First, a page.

================= The 'real' advantage of a computer radio, for a lot of us, is multiple model memory. The other features are nice but not critical.
Are you planning to have an instructor, using a trainer box? If yes, your radio must be compatible with the instructor's equipment. Or, you can buy a trainer box and cord compatible with the radio you choose, and then, it comes down to your preference and pocketbook.
I believe quality and reliability is fairly equal among the popular brands. One of our club members has the 10 channel JR ($$$$$$$$) and he insists that it has a better 'feel' than any other radio. I've never held it. For $$$$$$$$, I'd be telling myself something to justify the price.
Don't overlook the airtronics RD6000! I have several Futabas including the
8U and the 9C, but I LOVE the Airtronics. It's VERY SIMPLE to program and really has a feel of quality. Later, you can use any brand receiver or servo. It has shift select so JR and Futaba and Hitec receivers all work equally well. This is a very impressive radio.
My next choice would be the Futaba 9C but a bit more expensive.
You will eventually want the features a computer radio offers. It will be much less expensive in the long run to go ahead and get one now.
If cost is a huge factor, go ahead and get the Futaba 6EXA. It's a good deal for the money.
On 3/7/2004 6:12 AM Ted shuffled out of his cave and grunted these great (and sometimes not so great) words of knowledge:
As several people have mentioned, there are several excellent brands of radios out there. I would suggest seeing what the majority of people are using at your local flying field. The reason for this is: If you have a question or problem with the radio, the odds are someone at the field is going to be able to help you out. I know you can always go digging in the manual, or call the company, but camaraderie is also part of this also. :-)
I was hoping someone wouldn't recommend the 6XAS because I had the option to purchase that at less than the cost of the EXA at the RAM show in White Plan a few weekends ago. My wife vetoed it and now I'm stuck looking for another. She's pretty pissed off at the cost of my aquariums and now this. Oh well Mother's day is coming up so maybe I can get a trade, a nice piece of jewelry for the computer radio.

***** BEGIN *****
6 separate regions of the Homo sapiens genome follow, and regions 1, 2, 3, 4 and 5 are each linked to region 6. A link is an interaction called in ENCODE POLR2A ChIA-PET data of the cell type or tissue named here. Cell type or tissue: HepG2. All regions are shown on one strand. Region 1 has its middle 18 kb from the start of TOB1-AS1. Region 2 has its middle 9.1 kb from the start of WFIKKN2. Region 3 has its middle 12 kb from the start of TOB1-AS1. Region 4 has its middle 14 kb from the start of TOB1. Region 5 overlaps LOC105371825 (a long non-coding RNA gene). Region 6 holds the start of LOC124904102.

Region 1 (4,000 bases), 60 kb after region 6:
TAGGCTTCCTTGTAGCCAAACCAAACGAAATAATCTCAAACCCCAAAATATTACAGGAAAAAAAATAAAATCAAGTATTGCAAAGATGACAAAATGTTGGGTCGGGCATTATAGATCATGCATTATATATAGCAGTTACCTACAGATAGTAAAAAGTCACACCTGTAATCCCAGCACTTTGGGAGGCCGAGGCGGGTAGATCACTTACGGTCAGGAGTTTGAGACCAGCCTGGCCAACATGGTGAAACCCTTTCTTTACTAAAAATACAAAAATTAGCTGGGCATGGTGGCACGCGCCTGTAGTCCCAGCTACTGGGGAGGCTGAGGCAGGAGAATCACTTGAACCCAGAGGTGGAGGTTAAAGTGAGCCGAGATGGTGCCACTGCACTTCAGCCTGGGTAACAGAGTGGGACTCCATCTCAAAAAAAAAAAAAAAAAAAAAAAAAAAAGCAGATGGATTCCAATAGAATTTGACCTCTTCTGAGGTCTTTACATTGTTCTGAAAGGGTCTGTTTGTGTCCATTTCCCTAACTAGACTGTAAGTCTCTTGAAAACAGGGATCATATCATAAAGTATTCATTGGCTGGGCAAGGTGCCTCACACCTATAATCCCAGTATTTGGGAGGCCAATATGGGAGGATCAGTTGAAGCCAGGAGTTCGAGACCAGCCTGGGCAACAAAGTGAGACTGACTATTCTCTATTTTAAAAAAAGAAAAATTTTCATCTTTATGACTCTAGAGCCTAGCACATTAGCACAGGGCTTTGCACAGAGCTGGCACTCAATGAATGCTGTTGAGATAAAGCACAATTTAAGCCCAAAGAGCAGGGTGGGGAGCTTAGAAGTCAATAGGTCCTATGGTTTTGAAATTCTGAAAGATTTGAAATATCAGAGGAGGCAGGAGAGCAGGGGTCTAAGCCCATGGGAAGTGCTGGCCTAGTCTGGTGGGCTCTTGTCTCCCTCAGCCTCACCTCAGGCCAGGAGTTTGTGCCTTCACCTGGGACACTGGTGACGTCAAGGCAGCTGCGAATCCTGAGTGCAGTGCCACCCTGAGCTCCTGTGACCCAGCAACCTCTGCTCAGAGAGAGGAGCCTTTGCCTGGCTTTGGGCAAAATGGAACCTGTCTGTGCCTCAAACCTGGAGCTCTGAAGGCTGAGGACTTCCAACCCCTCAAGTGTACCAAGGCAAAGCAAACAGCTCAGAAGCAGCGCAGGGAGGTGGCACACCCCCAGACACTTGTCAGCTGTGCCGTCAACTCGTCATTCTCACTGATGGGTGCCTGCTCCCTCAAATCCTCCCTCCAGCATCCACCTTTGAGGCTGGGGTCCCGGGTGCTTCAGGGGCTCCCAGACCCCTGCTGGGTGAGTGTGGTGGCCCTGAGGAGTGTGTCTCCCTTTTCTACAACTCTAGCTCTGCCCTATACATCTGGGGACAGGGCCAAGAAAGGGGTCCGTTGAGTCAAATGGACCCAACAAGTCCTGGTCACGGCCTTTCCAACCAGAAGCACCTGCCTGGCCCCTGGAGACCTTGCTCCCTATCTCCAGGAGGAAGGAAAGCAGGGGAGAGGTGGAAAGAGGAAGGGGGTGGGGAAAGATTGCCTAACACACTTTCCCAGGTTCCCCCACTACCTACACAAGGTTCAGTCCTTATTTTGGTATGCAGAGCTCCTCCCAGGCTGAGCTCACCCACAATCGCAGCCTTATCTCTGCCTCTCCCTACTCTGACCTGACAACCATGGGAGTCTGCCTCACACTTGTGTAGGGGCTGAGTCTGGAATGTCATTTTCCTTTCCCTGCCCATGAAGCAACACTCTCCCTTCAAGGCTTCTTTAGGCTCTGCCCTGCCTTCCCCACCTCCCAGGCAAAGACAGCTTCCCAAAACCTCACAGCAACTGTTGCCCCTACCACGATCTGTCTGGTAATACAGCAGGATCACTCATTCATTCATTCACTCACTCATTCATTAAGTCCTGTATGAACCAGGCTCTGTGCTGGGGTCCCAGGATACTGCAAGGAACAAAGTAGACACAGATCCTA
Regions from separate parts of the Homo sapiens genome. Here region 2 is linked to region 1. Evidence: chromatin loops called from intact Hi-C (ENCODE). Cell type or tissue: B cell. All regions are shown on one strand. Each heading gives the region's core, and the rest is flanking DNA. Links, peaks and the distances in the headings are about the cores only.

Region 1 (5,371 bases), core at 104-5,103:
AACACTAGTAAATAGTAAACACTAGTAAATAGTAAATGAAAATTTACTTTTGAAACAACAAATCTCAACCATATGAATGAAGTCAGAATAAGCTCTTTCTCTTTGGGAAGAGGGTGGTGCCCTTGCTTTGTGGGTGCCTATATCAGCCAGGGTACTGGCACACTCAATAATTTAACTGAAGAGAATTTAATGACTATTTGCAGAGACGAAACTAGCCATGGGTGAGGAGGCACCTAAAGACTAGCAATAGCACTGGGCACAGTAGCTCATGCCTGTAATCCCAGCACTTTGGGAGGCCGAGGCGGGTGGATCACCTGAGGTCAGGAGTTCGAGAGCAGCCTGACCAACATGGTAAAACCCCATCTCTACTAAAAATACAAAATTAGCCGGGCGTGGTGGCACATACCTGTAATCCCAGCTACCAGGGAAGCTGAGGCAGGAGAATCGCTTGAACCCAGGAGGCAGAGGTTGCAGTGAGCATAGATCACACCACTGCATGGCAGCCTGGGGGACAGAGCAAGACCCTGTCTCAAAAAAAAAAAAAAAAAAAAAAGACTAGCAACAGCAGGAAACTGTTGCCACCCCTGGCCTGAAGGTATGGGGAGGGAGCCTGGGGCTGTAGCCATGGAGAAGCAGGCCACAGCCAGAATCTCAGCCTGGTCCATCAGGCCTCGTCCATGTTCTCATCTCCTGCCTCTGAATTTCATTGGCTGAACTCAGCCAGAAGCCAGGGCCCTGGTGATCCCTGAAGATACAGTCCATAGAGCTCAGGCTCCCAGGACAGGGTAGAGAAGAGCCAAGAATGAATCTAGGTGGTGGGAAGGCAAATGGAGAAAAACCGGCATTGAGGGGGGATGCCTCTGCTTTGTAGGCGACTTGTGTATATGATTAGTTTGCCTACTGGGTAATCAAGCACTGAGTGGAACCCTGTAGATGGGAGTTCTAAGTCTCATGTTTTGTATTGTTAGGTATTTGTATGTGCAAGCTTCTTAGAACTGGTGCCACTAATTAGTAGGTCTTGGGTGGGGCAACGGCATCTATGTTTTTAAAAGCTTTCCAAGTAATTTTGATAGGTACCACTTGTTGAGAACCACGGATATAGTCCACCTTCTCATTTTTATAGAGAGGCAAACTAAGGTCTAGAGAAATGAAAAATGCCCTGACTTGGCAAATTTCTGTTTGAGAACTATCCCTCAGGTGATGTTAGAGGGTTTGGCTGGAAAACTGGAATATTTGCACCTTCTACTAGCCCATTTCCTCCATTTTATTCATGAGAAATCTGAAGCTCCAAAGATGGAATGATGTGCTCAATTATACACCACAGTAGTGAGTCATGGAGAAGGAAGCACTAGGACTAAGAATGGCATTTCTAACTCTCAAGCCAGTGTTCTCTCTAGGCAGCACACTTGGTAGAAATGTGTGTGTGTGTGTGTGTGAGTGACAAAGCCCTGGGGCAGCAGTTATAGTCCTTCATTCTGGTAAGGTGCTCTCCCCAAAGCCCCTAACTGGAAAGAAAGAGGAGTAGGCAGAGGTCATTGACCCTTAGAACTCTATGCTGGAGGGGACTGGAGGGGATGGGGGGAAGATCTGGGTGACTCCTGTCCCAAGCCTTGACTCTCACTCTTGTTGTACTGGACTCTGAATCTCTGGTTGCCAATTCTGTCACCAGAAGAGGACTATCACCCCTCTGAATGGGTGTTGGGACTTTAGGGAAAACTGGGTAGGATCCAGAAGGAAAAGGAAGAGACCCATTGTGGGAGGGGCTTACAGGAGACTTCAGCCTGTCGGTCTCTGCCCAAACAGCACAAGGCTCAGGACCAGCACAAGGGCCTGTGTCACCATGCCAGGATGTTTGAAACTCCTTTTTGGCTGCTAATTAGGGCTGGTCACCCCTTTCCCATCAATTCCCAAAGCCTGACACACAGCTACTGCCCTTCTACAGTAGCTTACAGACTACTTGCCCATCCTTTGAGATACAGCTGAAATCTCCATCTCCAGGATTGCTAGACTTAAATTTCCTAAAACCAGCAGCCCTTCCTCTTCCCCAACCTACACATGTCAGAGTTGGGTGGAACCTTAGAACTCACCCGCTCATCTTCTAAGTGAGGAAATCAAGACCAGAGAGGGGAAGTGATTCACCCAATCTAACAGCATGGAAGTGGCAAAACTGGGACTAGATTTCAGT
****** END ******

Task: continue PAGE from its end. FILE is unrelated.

I was figuring the lower cost would come from not having to buy a completely new trasmitter if I bought a new plane that required more than 4 channels and being able to buy only buy a receiver and servos without the transmitter. I Didn't think that buying this radio would somehow magically reduce the price of servos and rx. lol.
Get the six channel computerized transmitter because you will one day need it, but at the outset you only need a four channel rig and have no real use for complex programming.
Until you get into complex scale models or bleeding edge aerobatics, six channels will support the four basic functions (elevator, rudder, aileron, throttle) plus retracts, and the sixth channel could be used for any number of options like smoke, brakes, speed brakes, or whatever 'feature' you'd care to add. Not many models actually need more than six channels, and the vast majority are flown on four.
As for novices 'needing' a computerized transmitter, I think it's a mistake to build a model and depend on transmitter programmability and flexibility just to get the model flying properly.
For example your first three, maybe four models will not need two channels to control ailerons. It's only when you get into more sophisticated models that you need such flexibility, and I'm talking about expensive, precise pattern models and large (even more expensive) aerobatic models.
IMHO if you cannot get the ailerons working properly with one channel you simply do not know what you're doing, and we get 'help' queries about aileron controls all the time. Look a bit farther down the message list to see what I mean. In the thread "Aileron Differential
- Help !", two of the first three answers from seasoned vets have the "what" right but have the "why" reversed. Only one of them can be correct with respect to how ailerons work.
If indeed you want to compromise the ailerons by making them do double duty as ersatz flaps, then yes you could use two channels. A better solution is a mechanical mixer driven by the second channel. If you leave the aileron function on one channel and put the mechanical flap mixer on a second channel, you still have a basic control system and will have adhered to the KISS principle : don't make things complex solely for the sake of complexity, or, just because you can do something doesn't mean you should.